Based on works donated in 1963 by Picasso’s old friend and secretary Jaume Sabartés, Barcelona's wonderful Picasso museum on medieval Carrer Montcada offers a key look at the beginning and end of the career of the great 20th century master. Picasso himself added to the collection — in spite of his refusal to have anything to do with Franco’s Spain, he always had a special place in his heart for the city of his youth. Try to arrive early; this is one of Barcelona's most popular museums and it fills up fast.
The collection starts way back with the drawings of an eight-year-old in Málaga; even at that age Pablo was so precocious that people believed he was a reincarnated grand master. At age 13 he was admitted to Barcelona's School of Fine Arts in the Llotja where his father taught; his first academic painting here, Science and Charity (1897), was painted at age 16 under pressure from his father to find himself a patron. But instead young Pablo took off on his own, spending a year in Madrid and at his friend Pallarès’ village of Horta de St Jean, where he painted the fluid landscapes displayed here; ‘all that I know I learned in Pallarès’ village,’ he would always say.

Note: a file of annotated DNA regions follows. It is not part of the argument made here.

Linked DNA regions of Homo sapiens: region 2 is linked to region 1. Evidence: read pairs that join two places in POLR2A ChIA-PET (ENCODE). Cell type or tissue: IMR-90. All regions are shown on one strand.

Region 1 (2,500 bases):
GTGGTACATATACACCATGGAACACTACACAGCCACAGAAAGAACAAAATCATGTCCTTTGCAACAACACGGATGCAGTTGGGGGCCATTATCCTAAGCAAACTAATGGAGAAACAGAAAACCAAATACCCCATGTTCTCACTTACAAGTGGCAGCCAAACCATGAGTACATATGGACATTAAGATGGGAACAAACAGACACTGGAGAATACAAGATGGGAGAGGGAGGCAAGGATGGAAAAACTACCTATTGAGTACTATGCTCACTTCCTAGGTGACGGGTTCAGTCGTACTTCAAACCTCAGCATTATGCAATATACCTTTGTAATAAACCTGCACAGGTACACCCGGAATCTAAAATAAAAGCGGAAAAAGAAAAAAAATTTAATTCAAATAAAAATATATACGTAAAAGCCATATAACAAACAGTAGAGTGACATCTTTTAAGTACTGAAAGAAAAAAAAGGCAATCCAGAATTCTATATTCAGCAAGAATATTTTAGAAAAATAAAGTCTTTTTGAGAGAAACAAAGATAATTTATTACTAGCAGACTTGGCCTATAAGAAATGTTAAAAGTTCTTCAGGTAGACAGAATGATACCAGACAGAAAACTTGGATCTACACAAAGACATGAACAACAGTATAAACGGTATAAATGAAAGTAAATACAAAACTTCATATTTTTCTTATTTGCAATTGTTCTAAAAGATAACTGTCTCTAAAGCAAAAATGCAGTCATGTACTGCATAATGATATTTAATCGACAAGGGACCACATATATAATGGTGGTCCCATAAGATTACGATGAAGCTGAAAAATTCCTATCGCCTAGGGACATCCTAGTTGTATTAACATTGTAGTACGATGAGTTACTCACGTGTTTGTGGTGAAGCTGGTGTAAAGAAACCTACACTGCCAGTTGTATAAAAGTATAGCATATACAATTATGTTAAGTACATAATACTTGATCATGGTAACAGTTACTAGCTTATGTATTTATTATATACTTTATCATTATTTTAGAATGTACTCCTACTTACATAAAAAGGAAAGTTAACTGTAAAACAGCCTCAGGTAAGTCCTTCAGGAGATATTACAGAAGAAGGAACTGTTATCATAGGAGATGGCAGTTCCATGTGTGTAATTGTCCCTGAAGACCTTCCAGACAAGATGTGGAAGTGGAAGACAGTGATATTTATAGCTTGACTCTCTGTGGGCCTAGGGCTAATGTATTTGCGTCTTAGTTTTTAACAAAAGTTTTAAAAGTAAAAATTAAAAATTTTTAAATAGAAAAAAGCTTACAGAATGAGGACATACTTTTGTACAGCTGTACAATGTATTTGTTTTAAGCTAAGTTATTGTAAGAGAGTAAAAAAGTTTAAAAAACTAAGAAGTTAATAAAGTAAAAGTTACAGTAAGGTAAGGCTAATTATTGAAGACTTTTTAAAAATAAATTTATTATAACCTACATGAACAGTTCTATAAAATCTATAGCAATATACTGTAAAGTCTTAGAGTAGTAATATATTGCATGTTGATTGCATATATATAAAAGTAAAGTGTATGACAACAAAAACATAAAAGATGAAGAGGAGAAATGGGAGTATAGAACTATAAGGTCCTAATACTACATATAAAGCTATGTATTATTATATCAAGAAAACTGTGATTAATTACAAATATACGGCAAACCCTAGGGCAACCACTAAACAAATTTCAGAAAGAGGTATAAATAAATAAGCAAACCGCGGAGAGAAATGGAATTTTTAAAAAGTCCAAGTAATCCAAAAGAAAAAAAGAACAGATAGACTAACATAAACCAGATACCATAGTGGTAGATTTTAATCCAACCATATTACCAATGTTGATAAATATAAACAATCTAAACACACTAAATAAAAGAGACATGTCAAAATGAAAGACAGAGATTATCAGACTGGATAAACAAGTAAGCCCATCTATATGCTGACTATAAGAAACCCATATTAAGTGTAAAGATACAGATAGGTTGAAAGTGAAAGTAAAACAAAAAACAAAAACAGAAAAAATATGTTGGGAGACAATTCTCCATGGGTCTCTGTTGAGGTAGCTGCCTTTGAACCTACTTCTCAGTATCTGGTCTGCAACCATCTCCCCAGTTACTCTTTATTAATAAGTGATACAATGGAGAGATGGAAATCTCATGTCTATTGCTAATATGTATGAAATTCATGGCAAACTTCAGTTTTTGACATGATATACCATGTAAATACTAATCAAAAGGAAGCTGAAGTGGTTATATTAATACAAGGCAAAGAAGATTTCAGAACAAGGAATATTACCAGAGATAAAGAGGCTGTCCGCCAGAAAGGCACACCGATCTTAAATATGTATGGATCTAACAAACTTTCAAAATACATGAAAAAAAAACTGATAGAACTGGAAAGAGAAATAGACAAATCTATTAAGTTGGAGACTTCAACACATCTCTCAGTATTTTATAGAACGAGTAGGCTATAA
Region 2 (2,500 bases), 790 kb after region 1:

On his return to Barcelona, Picasso got his first paid commission: a menu for Els Quatre Gats (1900), where he also had his first exhibition in February 1901. Other works depict his neighbours in the notoriously louche, desperately poor Barri Xinès. There are paintings from his Blue Period (1901–4): the Madman (1904) and the touching mother and child of Motherhood (1904), and paintings from his Pink Period in Paris (1905), and the celebrated Harlequin of 1917.
Then there’s the series of 44 paintings donated by Picasso on his interpretations of Velázquez’s exquisite Las Meninas. Executed between 17 August and 30 December 1956, the series, the result of intense study and artistic dialogue, has been compared to ‘the characters and storyline of a serial novel’.
Finally come paintings from Picasso's last years in Mougins, donated by his last wife, Jacqueline. The upper galleries contain etchings entitled La Suite 156, where the erotic fantasies of an old man are combined with a personal interpretations and humorous looks at grand masters from Raphael and Ingres to Degas and Matisse. Temporary exhibitions in the adjoining Palau Meca are excellent.
Carrer Montcada 15-23
Hours Tues-Sun 9am-7pm; open Thurs until 9.30pm
Adm €11 (€14 with a special exhibition); €7.50 ages 18-25 and over 64l free under 18. Free first Sunday of every month; all Sundays free after 3pm
Save time by purchasing time stamped tickets in advance on line from the website, entering at C/Montcada 17. Excellent guided tours in English (free with the price of the entry ticket) take place on Sunday mornings at 11am except in August. Places are strictly limited; book ahead by email (via the website, below) or ringing +34 93 256 30 22 Mon-Fri 10am to 1pm, and meet in front of C/Montcada 23 Sunday 11am sharp with your ticket.
metro: Jaume I
+34 93 256 30 00
Images by: Melissa Benning, cea +, Alex Grechman